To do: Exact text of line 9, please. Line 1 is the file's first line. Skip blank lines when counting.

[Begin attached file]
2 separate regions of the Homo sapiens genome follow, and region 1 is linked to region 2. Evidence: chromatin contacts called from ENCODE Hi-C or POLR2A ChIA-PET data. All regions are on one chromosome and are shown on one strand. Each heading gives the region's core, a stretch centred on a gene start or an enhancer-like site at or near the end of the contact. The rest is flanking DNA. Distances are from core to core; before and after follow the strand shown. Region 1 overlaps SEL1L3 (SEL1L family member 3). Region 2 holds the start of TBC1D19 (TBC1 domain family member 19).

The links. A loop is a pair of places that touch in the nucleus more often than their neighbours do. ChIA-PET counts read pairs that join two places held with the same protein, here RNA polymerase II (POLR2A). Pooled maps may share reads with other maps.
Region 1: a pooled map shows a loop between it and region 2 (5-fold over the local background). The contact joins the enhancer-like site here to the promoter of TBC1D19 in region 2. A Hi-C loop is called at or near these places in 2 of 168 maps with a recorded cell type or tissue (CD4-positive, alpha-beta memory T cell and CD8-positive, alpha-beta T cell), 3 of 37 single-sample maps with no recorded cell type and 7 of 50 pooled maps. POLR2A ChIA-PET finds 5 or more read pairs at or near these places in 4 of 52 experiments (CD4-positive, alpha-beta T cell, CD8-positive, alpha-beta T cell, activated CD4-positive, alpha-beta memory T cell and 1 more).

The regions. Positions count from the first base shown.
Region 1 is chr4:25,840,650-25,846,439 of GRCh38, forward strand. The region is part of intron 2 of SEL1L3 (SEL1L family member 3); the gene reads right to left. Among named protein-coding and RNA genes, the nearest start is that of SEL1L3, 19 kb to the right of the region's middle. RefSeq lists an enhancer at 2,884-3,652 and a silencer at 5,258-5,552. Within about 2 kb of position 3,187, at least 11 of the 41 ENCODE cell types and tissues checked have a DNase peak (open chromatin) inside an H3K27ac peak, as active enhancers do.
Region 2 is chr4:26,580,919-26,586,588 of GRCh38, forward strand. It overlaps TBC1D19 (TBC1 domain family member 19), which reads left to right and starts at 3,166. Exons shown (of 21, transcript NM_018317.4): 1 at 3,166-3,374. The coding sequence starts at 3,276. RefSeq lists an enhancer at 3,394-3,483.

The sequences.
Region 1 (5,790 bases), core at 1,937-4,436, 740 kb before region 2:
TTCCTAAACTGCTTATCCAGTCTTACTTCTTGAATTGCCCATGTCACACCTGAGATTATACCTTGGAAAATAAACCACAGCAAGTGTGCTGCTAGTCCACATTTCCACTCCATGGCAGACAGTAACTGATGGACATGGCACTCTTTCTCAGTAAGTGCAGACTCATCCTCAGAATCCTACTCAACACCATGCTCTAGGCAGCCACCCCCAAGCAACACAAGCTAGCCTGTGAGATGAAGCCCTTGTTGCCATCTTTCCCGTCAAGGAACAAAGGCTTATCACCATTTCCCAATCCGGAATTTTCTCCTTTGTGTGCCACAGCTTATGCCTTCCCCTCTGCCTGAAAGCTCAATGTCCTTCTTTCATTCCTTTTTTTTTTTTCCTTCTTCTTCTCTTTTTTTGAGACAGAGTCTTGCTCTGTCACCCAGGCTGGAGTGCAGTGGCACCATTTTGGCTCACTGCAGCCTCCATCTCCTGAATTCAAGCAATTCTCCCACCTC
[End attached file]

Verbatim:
TTCCTAAACTGCTTATCCAGTCTTACTTCTTGAATTGCCCATGTCACACCTGAGATTATACCTTGGAAAATAAACCACAGCAAGTGTGCTGCTAGTCCACATTTCCACTCCATGGCAGACAGTAACTGATGGACATGGCACTCTTTCTCAGTAAGTGCAGACTCATCCTCAGAATCCTACTCAACACCATGCTCTAGGCAGCCACCCCCAAGCAACACAAGCTAGCCTGTGAGATGAAGCCCTTGTTGCCATCTTTCCCGTCAAGGAACAAAGGCTTATCACCATTTCCCAATCCGGAATTTTCTCCTTTGTGTGCCACAGCTTATGCCTTCCCCTCTGCCTGAAAGCTCAATGTCCTTCTTTCATTCCTTTTTTTTTTTTCCTTCTTCTTCTCTTTTTTTGAGACAGAGTCTTGCTCTGTCACCCAGGCTGGAGTGCAGTGGCACCATTTTGGCTCACTGCAGCCTCCATCTCCTGAATTCAAGCAATTCTCCCACCTC